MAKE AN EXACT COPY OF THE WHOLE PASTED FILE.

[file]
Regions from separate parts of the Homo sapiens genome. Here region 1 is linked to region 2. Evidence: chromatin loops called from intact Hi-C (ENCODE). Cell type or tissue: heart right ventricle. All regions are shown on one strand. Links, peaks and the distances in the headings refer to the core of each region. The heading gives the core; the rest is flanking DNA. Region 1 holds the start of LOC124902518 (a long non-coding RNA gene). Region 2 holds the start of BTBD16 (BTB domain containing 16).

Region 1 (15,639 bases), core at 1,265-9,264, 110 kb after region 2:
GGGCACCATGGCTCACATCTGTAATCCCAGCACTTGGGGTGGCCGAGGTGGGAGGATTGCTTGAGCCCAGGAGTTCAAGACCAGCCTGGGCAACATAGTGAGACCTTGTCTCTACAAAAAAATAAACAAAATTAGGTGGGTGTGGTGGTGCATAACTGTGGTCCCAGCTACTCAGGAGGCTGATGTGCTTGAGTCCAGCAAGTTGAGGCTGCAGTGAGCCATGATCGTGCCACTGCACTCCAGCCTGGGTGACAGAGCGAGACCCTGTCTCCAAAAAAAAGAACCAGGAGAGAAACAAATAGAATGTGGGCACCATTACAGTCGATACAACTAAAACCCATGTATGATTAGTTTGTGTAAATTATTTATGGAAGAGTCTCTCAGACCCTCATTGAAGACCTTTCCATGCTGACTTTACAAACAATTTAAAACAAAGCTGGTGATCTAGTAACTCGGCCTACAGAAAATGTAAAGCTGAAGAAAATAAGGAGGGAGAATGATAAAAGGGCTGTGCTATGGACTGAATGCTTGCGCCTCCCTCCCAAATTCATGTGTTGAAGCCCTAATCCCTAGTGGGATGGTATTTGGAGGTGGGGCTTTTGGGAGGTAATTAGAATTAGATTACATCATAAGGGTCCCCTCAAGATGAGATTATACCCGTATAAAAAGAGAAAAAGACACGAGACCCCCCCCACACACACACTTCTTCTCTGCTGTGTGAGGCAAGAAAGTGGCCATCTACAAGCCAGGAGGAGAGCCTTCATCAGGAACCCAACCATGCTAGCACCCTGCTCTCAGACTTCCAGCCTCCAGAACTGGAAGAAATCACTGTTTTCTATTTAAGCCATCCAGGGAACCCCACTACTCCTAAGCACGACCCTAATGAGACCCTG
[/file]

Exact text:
Regions from separate parts of the Homo sapiens genome. Here region 1 is linked to region 2. Evidence: chromatin loops called from intact Hi-C (ENCODE). Cell type or tissue: heart right ventricle. All regions are shown on one strand. Links, peaks and the distances in the headings refer to the core of each region. The heading gives the core; the rest is flanking DNA. Region 1 holds the start of LOC124902518 (a long non-coding RNA gene). Region 2 holds the start of BTBD16 (BTB domain containing 16).

Region 1 (15,639 bases), core at 1,265-9,264, 110 kb after region 2:
GGGCACCATGGCTCACATCTGTAATCCCAGCACTTGGGGTGGCCGAGGTGGGAGGATTGCTTGAGCCCAGGAGTTCAAGACCAGCCTGGGCAACATAGTGAGACCTTGTCTCTACAAAAAAATAAACAAAATTAGGTGGGTGTGGTGGTGCATAACTGTGGTCCCAGCTACTCAGGAGGCTGATGTGCTTGAGTCCAGCAAGTTGAGGCTGCAGTGAGCCATGATCGTGCCACTGCACTCCAGCCTGGGTGACAGAGCGAGACCCTGTCTCCAAAAAAAAGAACCAGGAGAGAAACAAATAGAATGTGGGCACCATTACAGTCGATACAACTAAAACCCATGTATGATTAGTTTGTGTAAATTATTTATGGAAGAGTCTCTCAGACCCTCATTGAAGACCTTTCCATGCTGACTTTACAAACAATTTAAAACAAAGCTGGTGATCTAGTAACTCGGCCTACAGAAAATGTAAAGCTGAAGAAAATAAGGAGGGAGAATGATAAAAGGGCTGTGCTATGGACTGAATGCTTGCGCCTCCCTCCCAAATTCATGTGTTGAAGCCCTAATCCCTAGTGGGATGGTATTTGGAGGTGGGGCTTTTGGGAGGTAATTAGAATTAGATTACATCATAAGGGTCCCCTCAAGATGAGATTATACCCGTATAAAAAGAGAAAAAGACACGAGACCCCCCCCACACACACACTTCTTCTCTGCTGTGTGAGGCAAGAAAGTGGCCATCTACAAGCCAGGAGGAGAGCCTTCATCAGGAACCCAACCATGCTAGCACCCTGCTCTCAGACTTCCAGCCTCCAGAACTGGAAGAAATCACTGTTTTCTATTTAAGCCATCCAGGGAACCCCACTACTCCTAAGCACGACCCTAATGAGACCCTG